Review: Princess Disgrace: Royal Disaster by Lou Kuenzler

princess disgrace

Hardcover, 240 pages
Published June 21st 2016 by Random House Books for Young Readers
Source: Publisher

An adorable story about a princess who does not exactly fit the standards for princesses everywhere. Grace is the eldest daughter of the king of a tiny kingdom somewhere in the mountains where yaks (and their milk) are bountiful. When her father hears that her obnoxious cousin Precious is going to a finishing school for princesses, he sends her there as well. Without a wife to advise him (Grace’s mother died when she was five) he is completely clueless about what girls need so Grace arrives on the dock where the other princesses are waiting without papers, without being enrolled first, without anything.

Precious is…well, what do you think a princess named Precious would be like? Yep, if not worse. Grace is as far from graceful as you can get. She’s tall, gangly, and clumsy. However, she has a good heart and is among people who realize her true worth. She quickly makes friends with Izumi and Scarlet, both princesses from far away lands. The fresh batch of princesses start their school life at Tall Towers by learning things like deportment (which Grace is deplorable at) and Unic0rn-riding (which Grace might be good at if only she’s allowed to ride normally and not side-saddle).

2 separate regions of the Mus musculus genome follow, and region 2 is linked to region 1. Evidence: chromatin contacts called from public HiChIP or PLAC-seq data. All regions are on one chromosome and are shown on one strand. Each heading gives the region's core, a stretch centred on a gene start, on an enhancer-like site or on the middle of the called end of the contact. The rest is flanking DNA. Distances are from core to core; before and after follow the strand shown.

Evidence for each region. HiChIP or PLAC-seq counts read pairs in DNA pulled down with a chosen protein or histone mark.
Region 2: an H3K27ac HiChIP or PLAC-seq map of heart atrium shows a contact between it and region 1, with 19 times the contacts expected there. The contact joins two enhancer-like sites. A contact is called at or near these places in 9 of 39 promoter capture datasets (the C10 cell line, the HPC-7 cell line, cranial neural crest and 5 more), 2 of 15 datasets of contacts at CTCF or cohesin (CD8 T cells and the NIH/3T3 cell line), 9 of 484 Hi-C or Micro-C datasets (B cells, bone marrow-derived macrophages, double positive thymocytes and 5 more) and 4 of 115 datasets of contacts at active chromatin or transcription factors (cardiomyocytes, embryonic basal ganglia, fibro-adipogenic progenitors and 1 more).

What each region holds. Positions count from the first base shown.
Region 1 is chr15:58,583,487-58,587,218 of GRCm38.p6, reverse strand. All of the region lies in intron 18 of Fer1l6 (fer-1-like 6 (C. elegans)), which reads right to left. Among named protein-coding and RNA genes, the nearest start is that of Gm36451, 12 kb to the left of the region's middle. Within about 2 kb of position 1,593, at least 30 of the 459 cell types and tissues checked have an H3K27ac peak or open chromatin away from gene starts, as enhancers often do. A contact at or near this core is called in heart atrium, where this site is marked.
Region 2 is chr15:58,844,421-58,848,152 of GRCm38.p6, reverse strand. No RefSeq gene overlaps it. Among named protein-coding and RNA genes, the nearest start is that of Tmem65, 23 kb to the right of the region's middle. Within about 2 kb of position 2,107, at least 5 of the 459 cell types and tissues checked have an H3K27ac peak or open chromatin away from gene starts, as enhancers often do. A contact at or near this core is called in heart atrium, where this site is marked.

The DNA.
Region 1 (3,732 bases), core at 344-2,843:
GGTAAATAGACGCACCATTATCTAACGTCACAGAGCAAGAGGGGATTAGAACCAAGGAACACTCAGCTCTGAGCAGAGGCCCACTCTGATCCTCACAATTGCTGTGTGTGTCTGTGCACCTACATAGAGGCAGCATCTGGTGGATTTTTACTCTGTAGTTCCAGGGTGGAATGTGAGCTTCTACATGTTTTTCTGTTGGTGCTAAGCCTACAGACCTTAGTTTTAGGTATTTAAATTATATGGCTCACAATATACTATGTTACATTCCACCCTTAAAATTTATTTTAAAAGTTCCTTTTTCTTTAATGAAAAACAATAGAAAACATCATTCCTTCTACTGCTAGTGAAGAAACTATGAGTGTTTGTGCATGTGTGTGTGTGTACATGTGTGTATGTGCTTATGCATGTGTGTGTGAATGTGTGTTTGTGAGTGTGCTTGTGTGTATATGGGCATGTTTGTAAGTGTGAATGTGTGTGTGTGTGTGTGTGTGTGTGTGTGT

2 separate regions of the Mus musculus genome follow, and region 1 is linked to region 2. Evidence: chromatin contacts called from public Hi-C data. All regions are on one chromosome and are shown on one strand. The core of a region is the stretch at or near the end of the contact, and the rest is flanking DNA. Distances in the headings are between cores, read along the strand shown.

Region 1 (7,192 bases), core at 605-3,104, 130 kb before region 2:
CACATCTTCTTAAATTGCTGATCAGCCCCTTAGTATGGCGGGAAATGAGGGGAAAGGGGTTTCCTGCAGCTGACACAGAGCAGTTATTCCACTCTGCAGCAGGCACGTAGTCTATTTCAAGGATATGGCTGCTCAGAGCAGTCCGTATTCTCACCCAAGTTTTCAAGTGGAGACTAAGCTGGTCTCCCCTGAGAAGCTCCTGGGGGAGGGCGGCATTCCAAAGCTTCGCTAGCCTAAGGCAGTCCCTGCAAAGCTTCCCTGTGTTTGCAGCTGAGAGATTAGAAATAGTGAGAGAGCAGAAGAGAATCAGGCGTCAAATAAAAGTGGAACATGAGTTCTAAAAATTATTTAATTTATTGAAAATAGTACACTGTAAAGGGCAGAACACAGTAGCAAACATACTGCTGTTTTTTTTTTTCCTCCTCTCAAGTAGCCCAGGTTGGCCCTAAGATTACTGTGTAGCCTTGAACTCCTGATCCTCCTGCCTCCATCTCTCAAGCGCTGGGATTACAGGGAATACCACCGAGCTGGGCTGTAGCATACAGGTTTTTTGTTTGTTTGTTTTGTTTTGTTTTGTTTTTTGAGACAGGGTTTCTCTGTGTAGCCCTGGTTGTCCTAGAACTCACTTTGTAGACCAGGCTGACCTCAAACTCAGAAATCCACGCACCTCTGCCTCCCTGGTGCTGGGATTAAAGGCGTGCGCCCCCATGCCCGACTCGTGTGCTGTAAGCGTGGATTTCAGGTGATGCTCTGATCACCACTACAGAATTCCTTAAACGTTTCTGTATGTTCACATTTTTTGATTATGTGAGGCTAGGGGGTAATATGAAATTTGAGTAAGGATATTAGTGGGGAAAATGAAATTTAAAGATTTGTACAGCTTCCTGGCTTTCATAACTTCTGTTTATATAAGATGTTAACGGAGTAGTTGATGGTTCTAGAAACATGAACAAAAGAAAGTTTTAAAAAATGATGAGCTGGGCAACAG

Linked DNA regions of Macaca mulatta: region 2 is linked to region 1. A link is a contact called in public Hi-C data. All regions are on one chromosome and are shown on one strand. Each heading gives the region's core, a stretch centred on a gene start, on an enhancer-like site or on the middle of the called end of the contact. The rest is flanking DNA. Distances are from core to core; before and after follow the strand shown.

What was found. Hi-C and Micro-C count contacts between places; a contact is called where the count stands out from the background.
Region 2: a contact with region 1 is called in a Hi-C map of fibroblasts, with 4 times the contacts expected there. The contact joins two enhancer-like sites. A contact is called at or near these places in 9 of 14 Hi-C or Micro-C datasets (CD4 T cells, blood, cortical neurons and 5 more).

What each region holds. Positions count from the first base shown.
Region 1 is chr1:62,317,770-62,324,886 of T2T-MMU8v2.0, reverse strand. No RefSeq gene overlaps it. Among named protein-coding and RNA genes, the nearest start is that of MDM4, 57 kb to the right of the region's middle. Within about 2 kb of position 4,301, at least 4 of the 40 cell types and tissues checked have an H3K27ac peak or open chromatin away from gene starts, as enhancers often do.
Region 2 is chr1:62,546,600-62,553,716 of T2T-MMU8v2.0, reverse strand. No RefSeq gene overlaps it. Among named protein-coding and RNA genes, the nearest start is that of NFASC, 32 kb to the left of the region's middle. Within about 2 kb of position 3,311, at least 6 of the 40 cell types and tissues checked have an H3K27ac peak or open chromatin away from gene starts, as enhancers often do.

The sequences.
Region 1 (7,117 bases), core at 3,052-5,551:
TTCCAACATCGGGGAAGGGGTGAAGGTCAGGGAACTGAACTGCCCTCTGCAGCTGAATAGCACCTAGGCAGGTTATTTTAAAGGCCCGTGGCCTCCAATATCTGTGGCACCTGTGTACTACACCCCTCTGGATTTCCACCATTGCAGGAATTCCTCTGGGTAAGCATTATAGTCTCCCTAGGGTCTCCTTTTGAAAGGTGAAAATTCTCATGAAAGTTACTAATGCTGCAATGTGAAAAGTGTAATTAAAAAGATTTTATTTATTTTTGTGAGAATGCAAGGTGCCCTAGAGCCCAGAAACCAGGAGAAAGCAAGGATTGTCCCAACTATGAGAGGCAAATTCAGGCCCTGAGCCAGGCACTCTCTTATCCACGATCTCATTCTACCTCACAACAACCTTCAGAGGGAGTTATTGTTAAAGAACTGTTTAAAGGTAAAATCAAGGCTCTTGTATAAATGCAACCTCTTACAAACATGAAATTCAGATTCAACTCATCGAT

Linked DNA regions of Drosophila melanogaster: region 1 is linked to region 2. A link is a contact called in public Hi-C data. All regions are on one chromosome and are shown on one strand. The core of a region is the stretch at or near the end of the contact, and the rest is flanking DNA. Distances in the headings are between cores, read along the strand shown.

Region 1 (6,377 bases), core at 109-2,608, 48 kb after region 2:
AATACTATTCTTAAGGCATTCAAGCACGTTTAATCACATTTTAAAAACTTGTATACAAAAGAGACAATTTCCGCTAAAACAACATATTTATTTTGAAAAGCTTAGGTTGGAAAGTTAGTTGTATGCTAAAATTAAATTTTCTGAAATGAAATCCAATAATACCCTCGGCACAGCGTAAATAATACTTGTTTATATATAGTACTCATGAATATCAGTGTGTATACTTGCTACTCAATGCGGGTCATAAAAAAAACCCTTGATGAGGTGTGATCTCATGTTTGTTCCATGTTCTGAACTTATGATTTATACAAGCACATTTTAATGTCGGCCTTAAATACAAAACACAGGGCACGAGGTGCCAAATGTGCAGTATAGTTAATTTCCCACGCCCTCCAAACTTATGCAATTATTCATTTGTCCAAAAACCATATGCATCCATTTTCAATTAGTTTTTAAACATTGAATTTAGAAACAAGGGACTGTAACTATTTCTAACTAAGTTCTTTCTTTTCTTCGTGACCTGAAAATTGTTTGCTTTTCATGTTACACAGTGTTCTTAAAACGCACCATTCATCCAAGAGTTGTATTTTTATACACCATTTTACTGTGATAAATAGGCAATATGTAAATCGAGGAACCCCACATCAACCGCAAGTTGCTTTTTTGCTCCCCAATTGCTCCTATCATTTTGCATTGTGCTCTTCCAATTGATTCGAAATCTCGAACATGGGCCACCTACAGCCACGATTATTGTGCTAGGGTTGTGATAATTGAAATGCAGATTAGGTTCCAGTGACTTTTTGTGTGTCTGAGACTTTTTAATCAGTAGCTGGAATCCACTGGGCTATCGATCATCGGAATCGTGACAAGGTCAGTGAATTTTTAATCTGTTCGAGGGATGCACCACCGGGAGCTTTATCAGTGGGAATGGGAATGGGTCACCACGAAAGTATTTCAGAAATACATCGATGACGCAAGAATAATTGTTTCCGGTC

Then the principal announces the upcoming annual parade (and jousting) where one of the princesses will be allowed to be the golden princess and hand the golden trophy over to the winner of the jousting competition. Things proceed in surprising ways after that and Grace finds that being a princess is really up to the person inside no matter what the person outside may look like. In other words, grace is more than the way a person moves.

This, as I said, is a rather adorable book about friendship and family, about knowing yourself and about being proud of who you are no matter how others may evaluate you. I can see MGers loving this for many reasons, the most important of which is that it subverts the idea that princesses must meet a certain standard or act with some kind of asinine decorum that precludes fun activities such as jousting. Why can’t a princess joust?

I enjoyed this and I think many modern young girls (and boys!) will find they do too.

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